8. ### KookzSenior member

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I picked those numbers to make a calculation with, but they can easily be changed. The point is the engine was making 400hp, whether it was doing it with 840 ft-lbs of torque at 2500rpm or 105 ft-lbs at 20,000rpm doesn't change the outcome of it. All that was needed was the power, I simply used place holders. You can change the speed as well, and the calculation will still be valid.

I said the car makes 400 ft-lbs of torque. That's the engine output, how do you know the axle torque? (hint: you don't).

9. ### Arthur PESenior member

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you need axle torque or wheel thrust, like measured on a dyno (and which they use to back calculate HP, since it isn't readily measured)
unless you are talking about an old school dynomometer which turns a generator, measure current, voltage and power factor (not easily measured) take the product and divide by 746
I gave you wheel/road HP, 400 HP, give me the axle torque or wheel thrust

Last edited: Apr 15, 2012

10. ### Arthur PESenior member

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it changes everything
with wheel torque/thrust I can calculate accel
with HP alone you can't (you need rpm to calac torque and thrust, secondary varibale, it takes 2 things to get the answer)

again
no speed given
all you know is:
600 wheel HP
3000 lb car
accel?

11. ### Arthur PESenior member

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engine torque = 400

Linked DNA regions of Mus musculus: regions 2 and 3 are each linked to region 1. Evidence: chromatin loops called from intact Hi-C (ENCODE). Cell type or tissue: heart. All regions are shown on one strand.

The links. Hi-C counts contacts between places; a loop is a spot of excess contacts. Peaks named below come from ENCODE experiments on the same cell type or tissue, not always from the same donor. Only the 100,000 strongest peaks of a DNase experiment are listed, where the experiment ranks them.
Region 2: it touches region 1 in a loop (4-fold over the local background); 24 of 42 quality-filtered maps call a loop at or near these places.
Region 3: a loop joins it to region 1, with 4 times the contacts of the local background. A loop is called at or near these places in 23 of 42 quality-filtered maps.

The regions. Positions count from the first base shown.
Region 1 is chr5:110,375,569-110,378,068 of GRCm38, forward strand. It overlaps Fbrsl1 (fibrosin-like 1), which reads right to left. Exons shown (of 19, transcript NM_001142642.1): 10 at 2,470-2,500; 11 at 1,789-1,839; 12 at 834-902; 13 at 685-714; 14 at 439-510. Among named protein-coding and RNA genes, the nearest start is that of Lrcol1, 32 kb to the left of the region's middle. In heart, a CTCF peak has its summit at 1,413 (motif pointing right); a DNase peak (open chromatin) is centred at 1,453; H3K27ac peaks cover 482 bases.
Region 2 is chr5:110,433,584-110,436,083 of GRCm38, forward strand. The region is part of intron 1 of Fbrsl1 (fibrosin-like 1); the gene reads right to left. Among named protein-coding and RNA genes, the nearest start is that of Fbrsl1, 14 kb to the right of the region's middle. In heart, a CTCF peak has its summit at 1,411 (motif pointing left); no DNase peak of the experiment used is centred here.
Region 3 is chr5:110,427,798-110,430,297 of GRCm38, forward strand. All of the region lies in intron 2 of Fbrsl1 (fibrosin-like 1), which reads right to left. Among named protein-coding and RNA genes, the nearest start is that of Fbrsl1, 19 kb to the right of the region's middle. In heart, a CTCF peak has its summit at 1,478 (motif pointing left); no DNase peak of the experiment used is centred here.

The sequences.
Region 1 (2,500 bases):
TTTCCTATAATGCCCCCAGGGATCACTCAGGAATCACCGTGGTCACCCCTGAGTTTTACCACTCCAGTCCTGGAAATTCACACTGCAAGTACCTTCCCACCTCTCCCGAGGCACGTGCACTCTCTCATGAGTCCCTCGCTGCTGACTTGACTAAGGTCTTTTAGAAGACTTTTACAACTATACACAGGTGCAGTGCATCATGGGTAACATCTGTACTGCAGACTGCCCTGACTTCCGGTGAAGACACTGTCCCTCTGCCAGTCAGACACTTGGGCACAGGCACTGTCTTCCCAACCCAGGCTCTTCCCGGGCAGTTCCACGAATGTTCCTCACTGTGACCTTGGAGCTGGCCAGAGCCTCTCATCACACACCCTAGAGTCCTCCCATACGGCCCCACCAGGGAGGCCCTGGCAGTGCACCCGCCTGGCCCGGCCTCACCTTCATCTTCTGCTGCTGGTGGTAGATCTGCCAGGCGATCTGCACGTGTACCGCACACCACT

gears = 10:1
wt 4000
x mph

accel = (400 x 10/1) / (4000) = 1 g

engine power = 500
gears 10:1
wt 4000
y mph

y NE x

what is the accel?

hint, I don't need rpm, road speed, etc.
you do
to calculate torque/force/thrust, lol

Last edited: Apr 15, 2012

12. ### KookzSenior member

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Are you under the assumption that I don't know that F=MA and that axle torque x wheel radius = F in that equation? Clearly the argument we've been having was not "if you apply more force will it accelerate faster?" and if you thought that was the case, then I don't even know what to say.

We're talking about cars in this thread. As in, "the new M3 makes 414hp and 296 lb-ft of torque".

13. ### Arthur PESenior member

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the discussion is
which makes a car accel faster, more HP or more torque (for a closed system), torque
can you calculate accel from power alone, no

GTR and e60 M5
480 vs 507 HP
wt ~ the same 4000 lb
0-150
the GTR is 5 sec faster
how so with less power?
could it be it has much more torque due to turbocharging?

let's summarize
to calc accel I need wt, gearing, tire radius, torque
you need wt, gearing, tire radius, power and road speed or rpm
gotcha

2 cars, identical except as follows
one makes 10% more torque over the power band except close to redline, it makes 5% less than the other
so the other has a higher peak HP, but less average torque
which is faster?

14. ### KookzSenior member

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Why do you keep ignoring the two best examples and pull out cars with different aero shapes, different weights, different drivetrains, etc?

VW golf TDI vs. GTI. BMW 335i vs. 335d. For that matter, BMW M3 vs. 335i OR 335d.

You keep talking about axle torque as if cars are advertised by that number. I'm not arguing that the car putting more force to the ground accelerates faster. I'm arguing that knowing the torque at the engine tells you nothing about the force the car is putting to the ground. NOTHING.

15. ### KookzSenior member

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I realize from reading your previous arguments in this thread that you'll drag this on, changing the original argument to suit you, until the other person gives up out of frustration, so I'll just say I'm done posting on the subject.

I haven't owned a car in 5 years, but I've been considering something to take my bike to track days in, and I came across this, apparently the Element is pretty huge inside. It wouldn't be fun to put in or get out, but it can't be that bad.